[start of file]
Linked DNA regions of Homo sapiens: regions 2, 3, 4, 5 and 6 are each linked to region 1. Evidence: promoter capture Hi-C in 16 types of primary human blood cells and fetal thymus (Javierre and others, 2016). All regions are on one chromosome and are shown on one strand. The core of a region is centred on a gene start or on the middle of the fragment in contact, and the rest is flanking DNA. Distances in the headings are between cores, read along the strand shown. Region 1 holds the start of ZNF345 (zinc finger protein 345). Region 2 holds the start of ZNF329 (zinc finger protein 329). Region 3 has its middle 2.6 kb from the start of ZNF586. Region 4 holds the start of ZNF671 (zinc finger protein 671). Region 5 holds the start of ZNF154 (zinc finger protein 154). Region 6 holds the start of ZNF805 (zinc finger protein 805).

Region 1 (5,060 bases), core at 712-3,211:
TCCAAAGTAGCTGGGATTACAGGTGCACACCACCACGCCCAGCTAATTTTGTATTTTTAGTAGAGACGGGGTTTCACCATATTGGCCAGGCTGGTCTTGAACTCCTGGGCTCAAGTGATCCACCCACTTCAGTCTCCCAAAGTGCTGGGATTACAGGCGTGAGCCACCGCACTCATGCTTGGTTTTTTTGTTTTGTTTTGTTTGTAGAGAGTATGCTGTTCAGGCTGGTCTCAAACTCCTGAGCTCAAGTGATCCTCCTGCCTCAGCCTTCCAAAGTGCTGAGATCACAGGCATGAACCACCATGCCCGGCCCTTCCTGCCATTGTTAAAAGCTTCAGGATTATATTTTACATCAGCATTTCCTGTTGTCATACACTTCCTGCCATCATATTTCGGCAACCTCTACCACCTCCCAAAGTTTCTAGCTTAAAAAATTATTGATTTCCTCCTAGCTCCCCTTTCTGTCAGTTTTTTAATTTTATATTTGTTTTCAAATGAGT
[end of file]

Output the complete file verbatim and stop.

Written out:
Linked DNA regions of Homo sapiens: regions 2, 3, 4, 5 and 6 are each linked to region 1. Evidence: promoter capture Hi-C in 16 types of primary human blood cells and fetal thymus (Javierre and others, 2016). All regions are on one chromosome and are shown on one strand. The core of a region is centred on a gene start or on the middle of the fragment in contact, and the rest is flanking DNA. Distances in the headings are between cores, read along the strand shown. Region 1 holds the start of ZNF345 (zinc finger protein 345). Region 2 holds the start of ZNF329 (zinc finger protein 329). Region 3 has its middle 2.6 kb from the start of ZNF586. Region 4 holds the start of ZNF671 (zinc finger protein 671). Region 5 holds the start of ZNF154 (zinc finger protein 154). Region 6 holds the start of ZNF805 (zinc finger protein 805).

Region 1 (5,060 bases), core at 712-3,211:
TCCAAAGTAGCTGGGATTACAGGTGCACACCACCACGCCCAGCTAATTTTGTATTTTTAGTAGAGACGGGGTTTCACCATATTGGCCAGGCTGGTCTTGAACTCCTGGGCTCAAGTGATCCACCCACTTCAGTCTCCCAAAGTGCTGGGATTACAGGCGTGAGCCACCGCACTCATGCTTGGTTTTTTTGTTTTGTTTTGTTTGTAGAGAGTATGCTGTTCAGGCTGGTCTCAAACTCCTGAGCTCAAGTGATCCTCCTGCCTCAGCCTTCCAAAGTGCTGAGATCACAGGCATGAACCACCATGCCCGGCCCTTCCTGCCATTGTTAAAAGCTTCAGGATTATATTTTACATCAGCATTTCCTGTTGTCATACACTTCCTGCCATCATATTTCGGCAACCTCTACCACCTCCCAAAGTTTCTAGCTTAAAAAATTATTGATTTCCTCCTAGCTCCCCTTTCTGTCAGTTTTTTAATTTTATATTTGTTTTCAAATGAGT